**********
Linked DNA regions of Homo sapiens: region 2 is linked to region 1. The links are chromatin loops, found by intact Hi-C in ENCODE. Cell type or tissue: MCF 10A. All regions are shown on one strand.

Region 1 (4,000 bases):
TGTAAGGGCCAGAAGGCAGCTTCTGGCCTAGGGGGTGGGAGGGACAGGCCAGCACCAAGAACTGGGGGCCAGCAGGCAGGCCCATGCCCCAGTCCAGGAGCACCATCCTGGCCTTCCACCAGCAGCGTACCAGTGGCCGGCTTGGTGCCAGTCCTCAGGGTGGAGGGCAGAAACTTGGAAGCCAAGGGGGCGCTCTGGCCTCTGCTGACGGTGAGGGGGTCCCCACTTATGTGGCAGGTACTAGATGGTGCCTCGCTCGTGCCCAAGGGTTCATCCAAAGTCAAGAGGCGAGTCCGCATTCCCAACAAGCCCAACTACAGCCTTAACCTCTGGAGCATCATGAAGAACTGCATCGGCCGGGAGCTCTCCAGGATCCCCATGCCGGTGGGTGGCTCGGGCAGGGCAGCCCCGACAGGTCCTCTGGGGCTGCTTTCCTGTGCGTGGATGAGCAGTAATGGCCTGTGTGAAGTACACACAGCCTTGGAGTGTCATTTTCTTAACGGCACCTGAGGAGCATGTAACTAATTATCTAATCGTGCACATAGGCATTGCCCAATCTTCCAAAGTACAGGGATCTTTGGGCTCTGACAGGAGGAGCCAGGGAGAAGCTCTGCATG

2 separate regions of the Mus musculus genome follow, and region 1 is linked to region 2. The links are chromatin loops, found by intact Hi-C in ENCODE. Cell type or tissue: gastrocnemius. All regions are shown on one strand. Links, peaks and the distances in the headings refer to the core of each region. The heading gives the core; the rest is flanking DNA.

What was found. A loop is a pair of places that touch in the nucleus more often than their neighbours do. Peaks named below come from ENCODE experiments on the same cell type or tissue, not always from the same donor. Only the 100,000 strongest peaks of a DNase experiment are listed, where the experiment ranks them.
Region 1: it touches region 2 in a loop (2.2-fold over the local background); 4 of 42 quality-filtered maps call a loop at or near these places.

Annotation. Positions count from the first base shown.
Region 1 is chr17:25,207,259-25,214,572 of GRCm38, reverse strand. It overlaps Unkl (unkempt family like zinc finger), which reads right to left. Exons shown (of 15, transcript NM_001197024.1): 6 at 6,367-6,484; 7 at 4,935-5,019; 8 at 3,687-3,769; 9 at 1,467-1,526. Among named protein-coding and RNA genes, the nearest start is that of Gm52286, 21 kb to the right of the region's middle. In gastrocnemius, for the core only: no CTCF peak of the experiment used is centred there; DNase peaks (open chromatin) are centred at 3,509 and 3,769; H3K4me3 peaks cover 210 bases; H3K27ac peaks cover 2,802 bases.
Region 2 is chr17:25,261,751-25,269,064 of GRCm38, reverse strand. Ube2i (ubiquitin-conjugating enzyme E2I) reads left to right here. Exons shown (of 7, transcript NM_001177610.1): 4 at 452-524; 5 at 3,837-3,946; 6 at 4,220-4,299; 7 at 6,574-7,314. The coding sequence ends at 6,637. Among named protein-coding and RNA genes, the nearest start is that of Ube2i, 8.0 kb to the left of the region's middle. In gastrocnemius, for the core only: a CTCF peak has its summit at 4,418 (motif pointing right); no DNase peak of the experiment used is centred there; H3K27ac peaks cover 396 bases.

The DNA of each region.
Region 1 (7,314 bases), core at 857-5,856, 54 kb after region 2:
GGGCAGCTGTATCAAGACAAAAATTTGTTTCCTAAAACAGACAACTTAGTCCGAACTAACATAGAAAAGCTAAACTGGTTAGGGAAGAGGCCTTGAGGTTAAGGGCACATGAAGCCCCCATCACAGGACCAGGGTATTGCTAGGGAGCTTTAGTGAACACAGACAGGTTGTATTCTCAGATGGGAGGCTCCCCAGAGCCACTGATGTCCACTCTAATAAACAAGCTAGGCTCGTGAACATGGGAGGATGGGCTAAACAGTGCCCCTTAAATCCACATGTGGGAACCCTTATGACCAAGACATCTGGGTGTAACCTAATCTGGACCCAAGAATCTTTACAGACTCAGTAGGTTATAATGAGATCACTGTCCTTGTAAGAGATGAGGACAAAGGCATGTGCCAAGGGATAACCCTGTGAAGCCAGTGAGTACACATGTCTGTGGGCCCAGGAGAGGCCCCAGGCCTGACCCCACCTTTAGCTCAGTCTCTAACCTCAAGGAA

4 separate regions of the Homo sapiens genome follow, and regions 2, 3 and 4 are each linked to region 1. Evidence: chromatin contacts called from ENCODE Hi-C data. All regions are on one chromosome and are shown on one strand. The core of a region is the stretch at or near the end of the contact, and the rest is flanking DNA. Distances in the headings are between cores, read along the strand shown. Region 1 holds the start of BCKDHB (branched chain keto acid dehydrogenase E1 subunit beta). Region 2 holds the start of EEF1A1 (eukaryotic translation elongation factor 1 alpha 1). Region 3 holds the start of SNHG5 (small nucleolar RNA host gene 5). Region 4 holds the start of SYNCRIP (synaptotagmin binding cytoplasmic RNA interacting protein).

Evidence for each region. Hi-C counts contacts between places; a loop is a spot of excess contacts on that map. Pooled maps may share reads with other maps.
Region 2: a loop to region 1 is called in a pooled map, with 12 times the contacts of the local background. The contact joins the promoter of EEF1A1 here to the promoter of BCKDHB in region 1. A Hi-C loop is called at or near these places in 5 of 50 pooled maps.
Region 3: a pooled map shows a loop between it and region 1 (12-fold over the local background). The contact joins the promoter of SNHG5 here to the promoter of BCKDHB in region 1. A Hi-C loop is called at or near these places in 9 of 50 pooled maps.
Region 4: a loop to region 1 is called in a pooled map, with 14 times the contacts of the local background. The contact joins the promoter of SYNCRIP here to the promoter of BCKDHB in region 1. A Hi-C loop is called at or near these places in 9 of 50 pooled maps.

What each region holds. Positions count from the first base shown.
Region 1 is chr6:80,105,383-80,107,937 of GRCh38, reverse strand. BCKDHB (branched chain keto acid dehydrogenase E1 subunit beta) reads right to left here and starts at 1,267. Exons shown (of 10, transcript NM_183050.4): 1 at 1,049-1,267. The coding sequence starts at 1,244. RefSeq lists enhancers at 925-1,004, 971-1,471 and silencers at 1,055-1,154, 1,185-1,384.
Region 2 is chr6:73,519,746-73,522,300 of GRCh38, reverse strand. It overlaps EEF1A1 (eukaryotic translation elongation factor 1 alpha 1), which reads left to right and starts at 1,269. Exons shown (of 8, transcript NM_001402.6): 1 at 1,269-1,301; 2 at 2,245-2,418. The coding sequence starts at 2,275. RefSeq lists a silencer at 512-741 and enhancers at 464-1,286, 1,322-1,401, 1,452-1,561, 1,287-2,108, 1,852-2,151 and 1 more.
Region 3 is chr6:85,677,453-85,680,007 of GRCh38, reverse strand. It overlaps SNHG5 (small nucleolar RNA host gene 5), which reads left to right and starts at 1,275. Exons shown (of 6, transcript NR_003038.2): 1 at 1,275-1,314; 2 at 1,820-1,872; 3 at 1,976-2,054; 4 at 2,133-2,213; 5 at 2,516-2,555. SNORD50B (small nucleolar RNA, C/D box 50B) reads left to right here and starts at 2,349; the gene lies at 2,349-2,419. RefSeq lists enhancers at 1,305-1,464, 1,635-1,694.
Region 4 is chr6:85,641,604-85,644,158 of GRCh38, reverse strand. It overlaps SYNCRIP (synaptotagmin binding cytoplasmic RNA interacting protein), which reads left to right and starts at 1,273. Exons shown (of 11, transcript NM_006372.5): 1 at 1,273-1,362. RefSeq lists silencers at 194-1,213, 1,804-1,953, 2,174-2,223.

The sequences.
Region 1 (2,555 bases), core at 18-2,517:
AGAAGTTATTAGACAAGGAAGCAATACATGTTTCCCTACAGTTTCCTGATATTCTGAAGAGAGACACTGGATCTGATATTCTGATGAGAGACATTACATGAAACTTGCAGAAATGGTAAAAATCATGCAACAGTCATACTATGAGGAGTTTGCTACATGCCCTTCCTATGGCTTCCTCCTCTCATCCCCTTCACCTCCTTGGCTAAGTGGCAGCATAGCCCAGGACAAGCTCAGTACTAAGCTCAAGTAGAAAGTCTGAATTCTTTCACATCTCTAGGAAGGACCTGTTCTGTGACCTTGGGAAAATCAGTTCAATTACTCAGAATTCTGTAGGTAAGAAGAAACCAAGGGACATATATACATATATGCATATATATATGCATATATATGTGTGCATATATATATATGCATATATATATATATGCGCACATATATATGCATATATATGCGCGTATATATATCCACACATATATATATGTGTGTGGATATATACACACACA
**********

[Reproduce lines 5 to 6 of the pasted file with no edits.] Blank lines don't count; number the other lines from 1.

What was found. A loop is a pair of places that touch in the nucleus more often than their neighbours do. Peaks named below come from ENCODE experiments on the same cell type or tissue, not always from the same donor. Only the 100,000 strongest peaks of a DNase experiment are listed, where the experiment ranks them.
Region 1: it touches region 2 in a loop (2.2-fold over the local background); 4 of 42 quality-filtered maps call a loop at or near these places.